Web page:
Friday, August 23, 2013

Big City Chaos on the Menu at the Carnegie Deli


Carnegie Deli
854 7th Ave.
New York, NY

Chaos. I’m not really a fan.

I deal with enough chaos in my life thanks to the collective criminal incompetence of America’s commercial aviation system.

I don’t particularly crave chaos for lunch.

But that’s what’s on the menu at Manhattan’s world famous Carnegie Deli.

The Carnegie is the perfect reflection of the city it calls home.

Intersections gridlocked with traffic.

Kamikaze turban-wearing cab drivers violently weaving through the city streets.

Sidewalks teaming with pedestrians.

A cacophony of every language known to man -- except English.

A nanny-state dictator for mayor telling us how much Coke we can drink.

A politician named Wiener who likes to email pictures of his wiener to college coeds -- and thinks this should qualify him to be mayor of America’s largest city.


It would be nice to step out of this big city chaos into an oasis of serenity -- if only for a brief lunch break.

If that’s what you are looking for, you might as well pass the Carnegie Deli by.

Chaos ensued as soon as I opened the front door.

In a narrow three foot wide entrance, dozens of customers are variously trying to get in, trying to get out, trying to pay their tab at the cash register, trying to order deli meat at the counter.

All I was trying to do was get a hostess to seat me.

“This way”, she barked to me and a family of seven in front of me.

Then she was gone. Weaving through the masses like a hot knife through tender pastrami.

“Am I supposed to follow her?”

The dining room was jam packed with tourists seated shoulder to shoulder on tiny little rickety chairs way too small for the supersized 21st Century diners who come to eat big at the Carnegie Deli.

Butt to butt, shoulder to shoulder, knee cap to knee cap with complete strangers all gorging themselves on massive quantities of deli meat.

When I finally caught up with the hostess, maneuvering so as not to whack anyone in the head with my brief case, she ordered me to sit at the table with the family of seven, in between a couple screaming kids.

“I don’t think so.”

Sometimes in the midst of chaos, you have to put your foot down.

“I’ll go back to the front and get back in line.”

Fortunately, that move scored me a slightly less chaotic seat crammed at a table with adult tourists and fellow business travelers.

No nonsense waiters take your order and almost instantaneously bring out plates of food piled ridiculously high as the tourist all “ooh” and “ahh”.

I couldn’t decide between corned beef or pastrami.

So I got both.

That would be the Woody Allen. Plus I asked for Swiss cheese and Russian dressing on the side -- two absolutely essential additions to any Jewish deli sandwich, in my humble opinion.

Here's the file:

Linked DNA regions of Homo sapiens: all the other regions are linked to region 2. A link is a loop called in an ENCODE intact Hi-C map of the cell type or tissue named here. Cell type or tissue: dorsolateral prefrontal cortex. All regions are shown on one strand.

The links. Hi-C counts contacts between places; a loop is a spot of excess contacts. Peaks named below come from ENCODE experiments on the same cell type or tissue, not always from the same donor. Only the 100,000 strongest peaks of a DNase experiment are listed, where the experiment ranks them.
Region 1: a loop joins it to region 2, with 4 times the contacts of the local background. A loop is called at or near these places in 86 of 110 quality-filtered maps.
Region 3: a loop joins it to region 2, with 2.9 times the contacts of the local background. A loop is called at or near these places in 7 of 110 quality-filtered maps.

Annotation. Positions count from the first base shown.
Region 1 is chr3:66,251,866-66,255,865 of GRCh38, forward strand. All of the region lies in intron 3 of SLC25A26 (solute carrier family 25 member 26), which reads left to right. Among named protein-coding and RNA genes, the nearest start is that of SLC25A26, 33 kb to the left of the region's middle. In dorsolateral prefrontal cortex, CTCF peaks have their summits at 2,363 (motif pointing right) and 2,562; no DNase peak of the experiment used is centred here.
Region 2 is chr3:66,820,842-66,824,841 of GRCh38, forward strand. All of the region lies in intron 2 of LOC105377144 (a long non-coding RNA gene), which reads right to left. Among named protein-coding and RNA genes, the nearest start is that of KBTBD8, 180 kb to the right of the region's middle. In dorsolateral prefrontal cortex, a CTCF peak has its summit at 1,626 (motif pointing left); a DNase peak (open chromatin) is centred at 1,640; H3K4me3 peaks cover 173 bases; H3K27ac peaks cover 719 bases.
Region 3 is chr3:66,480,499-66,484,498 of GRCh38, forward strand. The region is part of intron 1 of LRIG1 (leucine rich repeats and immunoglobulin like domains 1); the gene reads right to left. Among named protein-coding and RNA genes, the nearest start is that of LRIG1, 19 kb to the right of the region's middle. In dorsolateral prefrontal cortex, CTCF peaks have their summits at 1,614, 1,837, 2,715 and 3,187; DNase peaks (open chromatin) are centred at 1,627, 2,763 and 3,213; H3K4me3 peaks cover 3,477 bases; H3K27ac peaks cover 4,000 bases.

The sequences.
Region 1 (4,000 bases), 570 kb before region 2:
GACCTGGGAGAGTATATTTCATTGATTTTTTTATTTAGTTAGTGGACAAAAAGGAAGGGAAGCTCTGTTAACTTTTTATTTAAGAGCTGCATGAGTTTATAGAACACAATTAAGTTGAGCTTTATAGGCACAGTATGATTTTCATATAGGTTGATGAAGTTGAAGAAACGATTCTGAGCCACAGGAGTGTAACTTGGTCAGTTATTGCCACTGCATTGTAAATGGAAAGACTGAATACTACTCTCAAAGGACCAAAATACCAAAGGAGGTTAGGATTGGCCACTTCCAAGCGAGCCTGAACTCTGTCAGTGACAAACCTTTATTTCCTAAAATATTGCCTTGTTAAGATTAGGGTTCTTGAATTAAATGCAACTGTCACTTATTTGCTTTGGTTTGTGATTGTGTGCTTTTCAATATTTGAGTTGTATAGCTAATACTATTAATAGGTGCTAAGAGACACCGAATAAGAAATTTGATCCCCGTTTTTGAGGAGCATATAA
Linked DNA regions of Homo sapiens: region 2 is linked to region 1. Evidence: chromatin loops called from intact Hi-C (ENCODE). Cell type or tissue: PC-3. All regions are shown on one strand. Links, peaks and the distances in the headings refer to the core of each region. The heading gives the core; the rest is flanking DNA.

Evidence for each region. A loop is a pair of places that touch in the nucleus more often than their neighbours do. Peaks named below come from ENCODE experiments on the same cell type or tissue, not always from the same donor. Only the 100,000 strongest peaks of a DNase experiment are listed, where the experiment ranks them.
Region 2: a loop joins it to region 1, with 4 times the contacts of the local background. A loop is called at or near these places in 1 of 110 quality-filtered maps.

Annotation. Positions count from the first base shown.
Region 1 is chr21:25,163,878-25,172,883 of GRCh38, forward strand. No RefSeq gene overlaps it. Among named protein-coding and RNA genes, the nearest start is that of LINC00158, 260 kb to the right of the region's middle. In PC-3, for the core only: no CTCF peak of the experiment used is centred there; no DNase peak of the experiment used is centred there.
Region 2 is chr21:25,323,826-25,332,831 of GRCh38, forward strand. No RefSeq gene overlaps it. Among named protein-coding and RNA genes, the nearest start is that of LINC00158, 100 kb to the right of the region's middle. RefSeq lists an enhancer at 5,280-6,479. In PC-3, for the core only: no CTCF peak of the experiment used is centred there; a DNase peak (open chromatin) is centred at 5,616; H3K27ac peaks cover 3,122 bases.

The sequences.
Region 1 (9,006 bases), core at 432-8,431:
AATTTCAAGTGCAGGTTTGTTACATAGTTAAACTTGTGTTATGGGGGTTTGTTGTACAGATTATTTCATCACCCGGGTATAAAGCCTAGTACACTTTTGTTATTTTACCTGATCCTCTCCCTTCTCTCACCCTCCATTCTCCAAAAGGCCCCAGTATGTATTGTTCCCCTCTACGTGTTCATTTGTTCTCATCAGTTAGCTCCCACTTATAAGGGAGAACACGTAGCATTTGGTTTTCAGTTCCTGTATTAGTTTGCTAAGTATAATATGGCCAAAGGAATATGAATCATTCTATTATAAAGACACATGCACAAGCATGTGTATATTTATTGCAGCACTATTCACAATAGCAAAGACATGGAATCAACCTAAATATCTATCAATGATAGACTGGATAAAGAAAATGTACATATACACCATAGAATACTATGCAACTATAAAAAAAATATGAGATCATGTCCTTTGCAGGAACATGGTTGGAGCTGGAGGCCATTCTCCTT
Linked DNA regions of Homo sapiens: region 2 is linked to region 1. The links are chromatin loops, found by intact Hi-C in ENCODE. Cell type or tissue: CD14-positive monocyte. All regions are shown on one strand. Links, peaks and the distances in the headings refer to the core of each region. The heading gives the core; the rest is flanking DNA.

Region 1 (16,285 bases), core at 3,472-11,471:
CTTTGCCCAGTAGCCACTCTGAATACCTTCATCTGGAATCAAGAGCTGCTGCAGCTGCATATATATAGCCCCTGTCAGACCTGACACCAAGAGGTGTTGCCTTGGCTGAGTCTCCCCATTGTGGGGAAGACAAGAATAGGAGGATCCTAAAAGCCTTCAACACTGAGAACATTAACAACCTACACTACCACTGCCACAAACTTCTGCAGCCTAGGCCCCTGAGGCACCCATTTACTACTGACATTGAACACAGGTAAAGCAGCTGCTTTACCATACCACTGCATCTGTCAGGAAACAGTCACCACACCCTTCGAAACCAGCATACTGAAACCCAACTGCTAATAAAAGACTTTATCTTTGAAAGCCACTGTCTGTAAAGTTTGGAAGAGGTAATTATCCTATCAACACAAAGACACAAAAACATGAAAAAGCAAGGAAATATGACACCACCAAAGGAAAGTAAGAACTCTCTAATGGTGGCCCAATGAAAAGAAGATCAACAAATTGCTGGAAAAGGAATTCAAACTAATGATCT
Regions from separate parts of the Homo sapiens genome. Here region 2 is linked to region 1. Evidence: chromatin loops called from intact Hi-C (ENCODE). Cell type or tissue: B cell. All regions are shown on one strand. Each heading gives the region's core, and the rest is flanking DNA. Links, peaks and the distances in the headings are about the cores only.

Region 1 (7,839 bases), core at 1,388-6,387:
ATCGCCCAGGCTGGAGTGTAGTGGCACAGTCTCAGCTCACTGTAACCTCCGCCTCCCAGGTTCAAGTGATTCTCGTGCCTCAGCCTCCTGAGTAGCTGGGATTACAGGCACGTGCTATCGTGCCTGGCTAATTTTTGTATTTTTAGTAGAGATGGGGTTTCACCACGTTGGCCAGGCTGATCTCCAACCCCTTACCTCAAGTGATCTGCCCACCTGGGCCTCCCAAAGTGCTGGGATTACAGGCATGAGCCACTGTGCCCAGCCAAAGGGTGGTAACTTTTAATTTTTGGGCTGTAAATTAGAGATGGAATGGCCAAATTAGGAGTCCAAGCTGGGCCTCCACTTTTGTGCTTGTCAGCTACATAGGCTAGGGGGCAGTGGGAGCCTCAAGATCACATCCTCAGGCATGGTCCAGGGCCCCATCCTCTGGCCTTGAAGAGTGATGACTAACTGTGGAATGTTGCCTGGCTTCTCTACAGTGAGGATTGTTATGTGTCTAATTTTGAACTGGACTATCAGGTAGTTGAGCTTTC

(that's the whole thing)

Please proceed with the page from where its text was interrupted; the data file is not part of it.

When my waiter plopped my Woody Allen in front of me, the oohs and ahhs turns to gasps of horror.

Two piles of meat each half a foot high teetered precariously, impaled with long sticks to hold it all together.

A couple slices of rye bread topped the mountain of beef, as irrelevant as a turn signal on a New York City cab.

The Woody Allen is a $25 culinary monstrosity, more than two pounds of corned beef and pastrami.

The tiny slices of bread make this a sandwich only in the sense that Suit757 is a marathon runner -- because I own a pair of sneakers.

It would be absurd to even consider picking it up and eating it like a sandwich.

But I can be stubborn about these things.

So I conducted a bit of sandwich surgery, attempting to gently remove about four of the six inches of sliced meat in the hopes that I might be able to eat what was left with my two hands and bread -- just like God intended.

The result was culinary chaos.

The tender meat just shredded into tiny pieces at the very touch of my fork.

The bread disintegrated under the onslaught of grease.

My ladling on of Russian dressing only contributed to the mess.

My waiter, looking disgusted, condescendingly threw me a few extra napkins to keep the chaos from spreading to my suit.

My table mate strangers just glanced in horror out of the corner of their eyes.

Eventually, I gave up on being stubborn and just attacked the pile of meat, cheese, dressing and bread remainders with my knife and fork like a civilized diner.

I have to say, while the Carnegie Deli may be known for the quantity of its food, the quality is outstanding too.

The corned beef was fatty and beyond tender. The pastrami peppery and hearty.

The top notch thick cut Swiss cheese broke up the meat monotony while the Russian dressing added a touch of spicy sweetness.

I surprised myself with how much of my Woody Allen I was able to consume. The meat is so light and tender, you can eat a lot more than you’d think.

In the end I ate almost the whole thing singlehandedly.

Now granted, I felt like I needed to go outside and lie down on the 7th Avenue sidewalk next to the bums and take a digestion nap.

The chaos of Manhattan was now replicating itself inside my stomach.

Meanwhile I was still facing a chaotic afternoon of two more meetings, a cab ride, three subway connections, a TSA fondling, a nine hour delay at JFK Airport and a flight home that touched down at 4:32am.

You know what?

The sliced meat at the Carnegie Deli may be fantastic, but Anthony Wiener can have the chaos of New York City.

Sometimes I'd rather just stay home.

Rating: Seriously Thought About Buying Shirt.

Carnegie Deli on Urbanspoon

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